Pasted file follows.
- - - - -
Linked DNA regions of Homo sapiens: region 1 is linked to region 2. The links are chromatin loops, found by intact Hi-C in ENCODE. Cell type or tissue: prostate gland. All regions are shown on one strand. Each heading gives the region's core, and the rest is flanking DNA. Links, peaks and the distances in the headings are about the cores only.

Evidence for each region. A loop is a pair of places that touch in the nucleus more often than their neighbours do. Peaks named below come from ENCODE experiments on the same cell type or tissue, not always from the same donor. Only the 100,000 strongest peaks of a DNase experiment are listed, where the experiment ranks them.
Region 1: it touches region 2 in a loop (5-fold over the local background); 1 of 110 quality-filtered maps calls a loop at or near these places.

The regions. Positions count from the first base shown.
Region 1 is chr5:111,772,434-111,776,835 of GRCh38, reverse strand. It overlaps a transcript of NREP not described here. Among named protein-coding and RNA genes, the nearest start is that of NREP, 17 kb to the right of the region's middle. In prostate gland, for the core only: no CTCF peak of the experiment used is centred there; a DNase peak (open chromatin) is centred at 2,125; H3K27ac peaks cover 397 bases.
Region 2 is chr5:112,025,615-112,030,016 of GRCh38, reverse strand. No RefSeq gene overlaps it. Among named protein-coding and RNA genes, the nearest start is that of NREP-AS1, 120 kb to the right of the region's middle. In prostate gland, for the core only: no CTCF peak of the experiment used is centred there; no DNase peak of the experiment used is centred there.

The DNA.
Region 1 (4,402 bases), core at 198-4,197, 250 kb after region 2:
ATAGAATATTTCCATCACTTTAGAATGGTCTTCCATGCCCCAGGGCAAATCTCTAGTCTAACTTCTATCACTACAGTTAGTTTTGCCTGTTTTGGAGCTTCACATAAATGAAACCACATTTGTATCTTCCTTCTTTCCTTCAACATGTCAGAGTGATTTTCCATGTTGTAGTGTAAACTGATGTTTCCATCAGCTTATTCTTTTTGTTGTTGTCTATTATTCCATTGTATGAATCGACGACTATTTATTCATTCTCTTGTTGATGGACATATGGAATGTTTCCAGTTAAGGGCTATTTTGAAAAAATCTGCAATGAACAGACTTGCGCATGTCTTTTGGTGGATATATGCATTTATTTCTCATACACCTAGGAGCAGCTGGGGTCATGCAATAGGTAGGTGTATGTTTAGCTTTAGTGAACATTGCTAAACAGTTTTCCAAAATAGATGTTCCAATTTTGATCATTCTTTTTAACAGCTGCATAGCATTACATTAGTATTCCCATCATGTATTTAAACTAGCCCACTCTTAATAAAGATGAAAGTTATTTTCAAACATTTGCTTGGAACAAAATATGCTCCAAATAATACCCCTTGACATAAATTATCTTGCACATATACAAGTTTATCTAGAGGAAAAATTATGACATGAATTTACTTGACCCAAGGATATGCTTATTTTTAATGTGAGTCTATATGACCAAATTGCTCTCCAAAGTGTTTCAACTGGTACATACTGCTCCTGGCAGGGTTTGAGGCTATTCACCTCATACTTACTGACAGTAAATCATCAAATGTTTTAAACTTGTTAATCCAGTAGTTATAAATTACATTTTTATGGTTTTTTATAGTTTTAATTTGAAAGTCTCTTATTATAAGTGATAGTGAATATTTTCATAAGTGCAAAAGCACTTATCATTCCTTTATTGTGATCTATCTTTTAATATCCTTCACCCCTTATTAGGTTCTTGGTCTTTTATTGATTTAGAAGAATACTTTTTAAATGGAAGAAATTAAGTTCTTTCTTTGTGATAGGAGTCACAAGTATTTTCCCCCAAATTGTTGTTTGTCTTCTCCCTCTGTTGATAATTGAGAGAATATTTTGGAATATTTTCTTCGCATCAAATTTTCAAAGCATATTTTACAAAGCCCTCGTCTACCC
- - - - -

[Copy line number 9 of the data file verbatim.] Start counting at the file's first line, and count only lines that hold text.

ATAGAATATTTCCATCACTTTAGAATGGTCTTCCATGCCCCAGGGCAAATCTCTAGTCTAACTTCTATCACTACAGTTAGTTTTGCCTGTTTTGGAGCTTCACATAAATGAAACCACATTTGTATCTTCCTTCTTTCCTTCAACATGTCAGAGTGATTTTCCATGTTGTAGTGTAAACTGATGTTTCCATCAGCTTATTCTTTTTGTTGTTGTCTATTATTCCATTGTATGAATCGACGACTATTTATTCATTCTCTTGTTGATGGACATATGGAATGTTTCCAGTTAAGGGCTATTTTGAAAAAATCTGCAATGAACAGACTTGCGCATGTCTTTTGGTGGATATATGCATTTATTTCTCATACACCTAGGAGCAGCTGGGGTCATGCAATAGGTAGGTGTATGTTTAGCTTTAGTGAACATTGCTAAACAGTTTTCCAAAATAGATGTTCCAATTTTGATCATTCTTTTTAACAGCTGCATAGCATTACATTAGTATTCCCATCATGTATTTAAACTAGCCCACTCTTAATAAAGATGAAAGTTATTTTCAAACATTTGCTTGGAACAAAATATGCTCCAAATAATACCCCTTGACATAAATTATCTTGCACATATACAAGTTTATCTAGAGGAAAAATTATGACATGAATTTACTTGACCCAAGGATATGCTTATTTTTAATGTGAGTCTATATGACCAAATTGCTCTCCAAAGTGTTTCAACTGGTACATACTGCTCCTGGCAGGGTTTGAGGCTATTCACCTCATACTTACTGACAGTAAATCATCAAATGTTTTAAACTTGTTAATCCAGTAGTTATAAATTACATTTTTATGGTTTTTTATAGTTTTAATTTGAAAGTCTCTTATTATAAGTGATAGTGAATATTTTCATAAGTGCAAAAGCACTTATCATTCCTTTATTGTGATCTATCTTTTAATATCCTTCACCCCTTATTAGGTTCTTGGTCTTTTATTGATTTAGAAGAATACTTTTTAAATGGAAGAAATTAAGTTCTTTCTTTGTGATAGGAGTCACAAGTATTTTCCCCCAAATTGTTGTTTGTCTTCTCCCTCTGTTGATAATTGAGAGAATATTTTGGAATATTTTCTTCGCATCAAATTTTCAAAGCATATTTTACAAAGCCCTCGTCTACCC